06 Jul Where are all the whitebark pine?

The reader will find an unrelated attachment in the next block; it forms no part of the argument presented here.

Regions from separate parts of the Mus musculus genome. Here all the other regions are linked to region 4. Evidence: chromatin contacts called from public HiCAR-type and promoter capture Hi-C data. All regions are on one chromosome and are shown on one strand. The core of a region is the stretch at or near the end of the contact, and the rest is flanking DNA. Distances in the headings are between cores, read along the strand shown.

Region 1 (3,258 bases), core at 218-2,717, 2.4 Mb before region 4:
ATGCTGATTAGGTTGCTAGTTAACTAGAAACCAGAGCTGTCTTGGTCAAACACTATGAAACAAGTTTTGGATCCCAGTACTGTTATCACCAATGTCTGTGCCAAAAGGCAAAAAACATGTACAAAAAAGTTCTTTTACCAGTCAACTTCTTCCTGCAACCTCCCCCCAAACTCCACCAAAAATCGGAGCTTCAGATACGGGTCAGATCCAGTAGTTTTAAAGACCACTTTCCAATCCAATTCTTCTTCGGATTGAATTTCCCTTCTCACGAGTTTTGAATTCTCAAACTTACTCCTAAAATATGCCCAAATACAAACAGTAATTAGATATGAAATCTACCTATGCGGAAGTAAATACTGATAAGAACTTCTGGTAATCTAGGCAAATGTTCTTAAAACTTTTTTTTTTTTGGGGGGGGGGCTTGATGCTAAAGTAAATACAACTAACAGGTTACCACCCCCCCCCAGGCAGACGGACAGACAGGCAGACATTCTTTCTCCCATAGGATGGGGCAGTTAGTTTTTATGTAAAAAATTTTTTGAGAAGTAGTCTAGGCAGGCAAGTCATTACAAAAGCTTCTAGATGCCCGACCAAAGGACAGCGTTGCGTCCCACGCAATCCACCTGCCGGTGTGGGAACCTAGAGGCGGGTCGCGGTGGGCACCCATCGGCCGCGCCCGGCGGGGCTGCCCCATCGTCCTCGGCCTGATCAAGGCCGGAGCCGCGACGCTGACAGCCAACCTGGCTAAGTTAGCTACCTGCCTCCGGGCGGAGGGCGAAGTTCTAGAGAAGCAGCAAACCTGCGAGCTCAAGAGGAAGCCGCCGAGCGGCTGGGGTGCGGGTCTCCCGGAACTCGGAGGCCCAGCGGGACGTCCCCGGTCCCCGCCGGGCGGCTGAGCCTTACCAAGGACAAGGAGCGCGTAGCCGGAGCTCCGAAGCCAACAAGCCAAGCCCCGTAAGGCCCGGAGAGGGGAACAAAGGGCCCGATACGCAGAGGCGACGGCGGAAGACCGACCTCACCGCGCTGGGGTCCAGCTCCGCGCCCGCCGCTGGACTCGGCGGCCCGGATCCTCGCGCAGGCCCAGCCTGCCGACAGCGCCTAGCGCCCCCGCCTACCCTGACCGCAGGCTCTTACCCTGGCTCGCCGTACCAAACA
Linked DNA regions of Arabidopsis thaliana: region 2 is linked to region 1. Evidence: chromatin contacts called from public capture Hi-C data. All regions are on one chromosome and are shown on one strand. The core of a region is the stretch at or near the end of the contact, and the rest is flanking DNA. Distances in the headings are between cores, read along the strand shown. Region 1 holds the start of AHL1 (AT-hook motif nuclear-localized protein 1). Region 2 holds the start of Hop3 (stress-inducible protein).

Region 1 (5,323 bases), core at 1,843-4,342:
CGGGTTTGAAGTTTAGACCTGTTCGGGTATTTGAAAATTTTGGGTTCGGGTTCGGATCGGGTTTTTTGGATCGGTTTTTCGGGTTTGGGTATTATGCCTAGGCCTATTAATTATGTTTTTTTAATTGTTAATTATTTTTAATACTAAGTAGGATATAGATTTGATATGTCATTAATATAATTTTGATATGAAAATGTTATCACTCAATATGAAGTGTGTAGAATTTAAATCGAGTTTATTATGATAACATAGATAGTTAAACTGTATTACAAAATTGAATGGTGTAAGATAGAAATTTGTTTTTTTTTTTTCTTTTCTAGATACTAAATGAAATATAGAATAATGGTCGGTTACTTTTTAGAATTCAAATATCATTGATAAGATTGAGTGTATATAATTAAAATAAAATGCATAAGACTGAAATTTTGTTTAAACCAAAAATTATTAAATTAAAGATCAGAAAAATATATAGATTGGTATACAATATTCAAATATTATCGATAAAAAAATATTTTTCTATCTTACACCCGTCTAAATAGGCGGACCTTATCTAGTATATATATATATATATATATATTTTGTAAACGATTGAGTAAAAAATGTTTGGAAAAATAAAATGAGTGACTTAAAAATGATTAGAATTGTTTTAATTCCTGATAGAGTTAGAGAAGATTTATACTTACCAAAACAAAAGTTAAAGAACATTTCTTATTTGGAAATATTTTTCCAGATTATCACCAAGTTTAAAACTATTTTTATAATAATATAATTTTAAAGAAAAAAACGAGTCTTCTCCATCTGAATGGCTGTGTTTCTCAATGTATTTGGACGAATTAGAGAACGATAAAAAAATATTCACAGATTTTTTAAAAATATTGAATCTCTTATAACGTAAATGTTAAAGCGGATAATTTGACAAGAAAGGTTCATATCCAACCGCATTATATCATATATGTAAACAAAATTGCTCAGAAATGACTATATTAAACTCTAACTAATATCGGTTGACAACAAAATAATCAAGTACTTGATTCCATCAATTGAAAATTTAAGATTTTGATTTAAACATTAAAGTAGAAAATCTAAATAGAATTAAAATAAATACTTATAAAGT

This week’s adventure brings me in search of the Olympic Whitebark Pine! Last Tuesday I hopped on to a Ferry headed to the Olympic Peninsula. Once my ferry landed, I drove a few more hours to Olympic National Park Headquarters and had a meet and greet with several North Coast and Cascades Inventory and Monitoring Network employees. I headed to my campsite early that evening so my supervisor and I could get an early start on Wednesday for our trek to Obstruction Point to verify past Whitebark pine records. I quickly realized just how difficult this species was to locate, as after every time we visited a site we confirmed that these trees were misidentified as Whitebark Pine and instead we identified them as Western Whites. This continued for the better part of the day as we did not come across one single Whitebark during the entire outing! While this was somewhat disappointing, I was still able to learn a lot from my supervisor, John, and he was also kind enough to show me some cool field techniques throughout the day. While I would have loved to have another field day on Thursday to try our hands at finding Whitebarks, the snowpack was making it a little too treacherous so John recommended that I take a personal day on Thursday to get to know the Olympics a little better. I woke up early the next morning and set out to Lake Ozette, Once I made it to the trailhead, I hiked to Cape Alava, the westernmost point in the Continental US! Seeing the wild coast and hearing the roar of the ocean was an incredible experience and I was extremely glad I got an opportunity to do so. While most of my work occurs at Rainier, I hope to get another opportunity to visit John and the Olympics later this Summer. Once again, thanks for coming along!
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